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A. Dirk Moses (Frank Porter Graham Distinguished Professor of Global Human Rights History at the University of North Carolina, Chapel Hill. He is the author and editor of books and essays on genocide and intellectual history, and is senior editor of the Journal of Genocide Research)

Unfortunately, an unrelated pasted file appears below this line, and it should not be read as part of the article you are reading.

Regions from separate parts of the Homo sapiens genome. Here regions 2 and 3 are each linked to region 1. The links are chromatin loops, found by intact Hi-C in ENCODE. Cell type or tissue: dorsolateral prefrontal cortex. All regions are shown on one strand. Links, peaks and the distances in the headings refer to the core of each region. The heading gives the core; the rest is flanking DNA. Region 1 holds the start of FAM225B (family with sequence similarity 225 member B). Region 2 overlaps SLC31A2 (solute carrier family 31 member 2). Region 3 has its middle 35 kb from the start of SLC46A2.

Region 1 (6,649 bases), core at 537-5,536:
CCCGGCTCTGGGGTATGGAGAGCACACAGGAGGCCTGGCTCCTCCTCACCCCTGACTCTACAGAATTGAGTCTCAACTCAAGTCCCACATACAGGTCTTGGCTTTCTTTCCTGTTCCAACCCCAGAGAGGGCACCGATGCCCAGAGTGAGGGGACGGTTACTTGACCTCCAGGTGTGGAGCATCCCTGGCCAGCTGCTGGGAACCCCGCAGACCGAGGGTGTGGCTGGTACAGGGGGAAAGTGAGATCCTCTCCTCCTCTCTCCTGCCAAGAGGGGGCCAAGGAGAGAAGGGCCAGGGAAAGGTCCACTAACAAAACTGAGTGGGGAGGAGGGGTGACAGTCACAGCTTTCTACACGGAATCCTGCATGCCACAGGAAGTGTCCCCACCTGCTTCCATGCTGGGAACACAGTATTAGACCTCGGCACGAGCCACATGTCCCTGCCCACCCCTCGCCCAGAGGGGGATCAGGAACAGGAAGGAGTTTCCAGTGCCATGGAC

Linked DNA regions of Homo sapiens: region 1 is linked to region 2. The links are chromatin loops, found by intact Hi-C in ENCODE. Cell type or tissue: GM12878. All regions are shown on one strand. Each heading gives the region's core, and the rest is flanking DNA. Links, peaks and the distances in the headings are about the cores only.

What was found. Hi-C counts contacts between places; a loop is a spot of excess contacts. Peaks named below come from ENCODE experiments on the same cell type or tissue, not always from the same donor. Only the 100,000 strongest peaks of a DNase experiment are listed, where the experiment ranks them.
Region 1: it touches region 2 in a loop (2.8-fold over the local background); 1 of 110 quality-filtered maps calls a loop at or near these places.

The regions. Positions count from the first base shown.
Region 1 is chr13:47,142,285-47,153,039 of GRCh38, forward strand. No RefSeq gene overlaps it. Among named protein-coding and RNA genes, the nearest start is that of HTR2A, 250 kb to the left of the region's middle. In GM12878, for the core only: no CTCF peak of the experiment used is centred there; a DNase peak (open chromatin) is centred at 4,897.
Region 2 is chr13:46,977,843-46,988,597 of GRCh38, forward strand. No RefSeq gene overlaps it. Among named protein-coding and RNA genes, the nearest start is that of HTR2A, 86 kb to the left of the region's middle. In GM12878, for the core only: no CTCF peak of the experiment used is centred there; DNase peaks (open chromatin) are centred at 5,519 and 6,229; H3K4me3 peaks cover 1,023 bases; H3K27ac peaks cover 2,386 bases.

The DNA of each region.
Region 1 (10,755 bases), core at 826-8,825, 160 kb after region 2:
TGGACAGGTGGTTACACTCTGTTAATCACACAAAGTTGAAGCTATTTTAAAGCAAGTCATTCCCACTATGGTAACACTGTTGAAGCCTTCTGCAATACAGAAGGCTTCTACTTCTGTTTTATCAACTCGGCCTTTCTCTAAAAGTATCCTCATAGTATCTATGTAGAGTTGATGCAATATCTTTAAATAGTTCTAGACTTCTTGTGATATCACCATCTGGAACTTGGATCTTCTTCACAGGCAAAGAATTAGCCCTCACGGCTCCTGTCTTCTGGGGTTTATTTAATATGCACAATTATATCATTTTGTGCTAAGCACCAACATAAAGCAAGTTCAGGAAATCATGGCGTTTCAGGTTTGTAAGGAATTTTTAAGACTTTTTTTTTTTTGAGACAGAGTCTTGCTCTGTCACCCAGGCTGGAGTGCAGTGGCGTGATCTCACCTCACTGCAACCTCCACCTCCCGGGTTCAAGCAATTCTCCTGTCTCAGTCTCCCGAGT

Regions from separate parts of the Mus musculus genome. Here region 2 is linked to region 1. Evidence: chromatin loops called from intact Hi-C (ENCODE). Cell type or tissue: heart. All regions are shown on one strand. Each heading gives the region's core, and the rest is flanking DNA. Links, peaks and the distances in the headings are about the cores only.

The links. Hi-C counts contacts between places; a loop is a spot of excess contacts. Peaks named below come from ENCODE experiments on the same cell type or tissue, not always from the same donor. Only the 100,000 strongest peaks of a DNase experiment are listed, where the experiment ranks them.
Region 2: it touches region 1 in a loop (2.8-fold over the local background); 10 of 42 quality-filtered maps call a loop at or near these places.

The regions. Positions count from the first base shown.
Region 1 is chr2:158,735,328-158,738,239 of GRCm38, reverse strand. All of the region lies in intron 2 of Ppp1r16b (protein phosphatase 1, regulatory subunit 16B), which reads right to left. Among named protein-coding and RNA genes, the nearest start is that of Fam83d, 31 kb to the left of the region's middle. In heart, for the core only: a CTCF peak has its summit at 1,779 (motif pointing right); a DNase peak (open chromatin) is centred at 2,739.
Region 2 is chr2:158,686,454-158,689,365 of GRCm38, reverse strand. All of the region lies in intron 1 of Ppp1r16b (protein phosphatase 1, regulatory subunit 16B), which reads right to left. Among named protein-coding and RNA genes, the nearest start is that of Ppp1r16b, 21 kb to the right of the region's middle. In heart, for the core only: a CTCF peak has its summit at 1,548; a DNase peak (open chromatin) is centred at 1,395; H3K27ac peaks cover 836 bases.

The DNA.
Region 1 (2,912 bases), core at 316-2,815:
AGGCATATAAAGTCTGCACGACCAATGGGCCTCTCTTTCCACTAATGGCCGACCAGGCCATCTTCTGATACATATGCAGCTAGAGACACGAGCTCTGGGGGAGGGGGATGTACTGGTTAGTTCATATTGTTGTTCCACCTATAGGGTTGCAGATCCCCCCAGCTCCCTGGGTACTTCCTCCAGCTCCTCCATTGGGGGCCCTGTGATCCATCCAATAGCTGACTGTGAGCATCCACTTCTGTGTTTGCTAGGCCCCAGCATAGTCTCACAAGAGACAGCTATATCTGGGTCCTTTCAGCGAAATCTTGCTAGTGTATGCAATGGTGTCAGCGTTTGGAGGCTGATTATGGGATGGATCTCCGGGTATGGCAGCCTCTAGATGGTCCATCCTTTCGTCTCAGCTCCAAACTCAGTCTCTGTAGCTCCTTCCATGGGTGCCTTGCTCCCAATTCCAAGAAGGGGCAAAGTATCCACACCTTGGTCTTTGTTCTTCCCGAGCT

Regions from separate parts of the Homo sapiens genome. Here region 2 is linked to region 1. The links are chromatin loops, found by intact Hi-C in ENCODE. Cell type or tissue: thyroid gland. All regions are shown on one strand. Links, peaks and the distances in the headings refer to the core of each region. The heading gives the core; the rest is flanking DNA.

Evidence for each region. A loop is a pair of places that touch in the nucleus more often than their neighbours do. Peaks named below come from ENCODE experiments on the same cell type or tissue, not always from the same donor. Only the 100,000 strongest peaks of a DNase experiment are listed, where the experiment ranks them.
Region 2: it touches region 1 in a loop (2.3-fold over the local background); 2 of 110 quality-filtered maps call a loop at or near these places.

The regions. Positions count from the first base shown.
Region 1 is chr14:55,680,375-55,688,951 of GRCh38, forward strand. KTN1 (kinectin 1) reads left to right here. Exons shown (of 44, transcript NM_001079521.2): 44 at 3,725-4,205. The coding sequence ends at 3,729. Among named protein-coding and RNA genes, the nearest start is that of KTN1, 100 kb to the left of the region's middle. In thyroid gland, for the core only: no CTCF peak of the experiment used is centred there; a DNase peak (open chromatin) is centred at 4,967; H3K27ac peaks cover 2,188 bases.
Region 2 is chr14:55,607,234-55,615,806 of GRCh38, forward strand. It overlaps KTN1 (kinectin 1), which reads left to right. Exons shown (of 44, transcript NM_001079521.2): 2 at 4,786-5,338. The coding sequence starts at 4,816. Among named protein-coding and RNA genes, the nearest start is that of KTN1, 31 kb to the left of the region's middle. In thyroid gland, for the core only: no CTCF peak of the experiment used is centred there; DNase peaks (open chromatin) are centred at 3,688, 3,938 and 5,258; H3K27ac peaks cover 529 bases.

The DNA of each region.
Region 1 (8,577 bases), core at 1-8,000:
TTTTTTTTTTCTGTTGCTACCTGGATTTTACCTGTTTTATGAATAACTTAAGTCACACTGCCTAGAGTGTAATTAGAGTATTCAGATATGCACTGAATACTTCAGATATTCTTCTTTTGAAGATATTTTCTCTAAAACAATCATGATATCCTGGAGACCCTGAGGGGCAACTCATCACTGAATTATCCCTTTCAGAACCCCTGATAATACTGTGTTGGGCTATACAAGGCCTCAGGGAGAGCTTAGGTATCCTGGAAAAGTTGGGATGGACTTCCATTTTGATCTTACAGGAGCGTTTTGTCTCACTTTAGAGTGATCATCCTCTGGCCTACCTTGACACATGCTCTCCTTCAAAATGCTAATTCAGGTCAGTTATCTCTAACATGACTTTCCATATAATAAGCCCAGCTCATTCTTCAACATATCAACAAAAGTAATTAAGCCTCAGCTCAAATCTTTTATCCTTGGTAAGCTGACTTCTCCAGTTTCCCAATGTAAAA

Genocide scholar Dirk Moses (Frank Porter Graham Distinguished Professor of Global Human Rights at the University of North Carolina), outlined the case for why genocide is a problematic concept in international law. The term began to trouble him as an Australian who pondered whether to define the victimization of its indigenous population as genocide but found the concept too narrow to fit the crimes of its colonial government. Given the Holocaust as the paradigmatic case, very few events actually meet the genocidal standard despite many episodes of civilian destruction on a mass scale. To illustrate the point, Moses highlighted the fate of a Yemeni family killed by a Saudi missile attack. According to legal rationales, the members of this Yemeni family were collateral damage of a military objective and not genocide victims because the intent was to defeat rather than to destroy their community.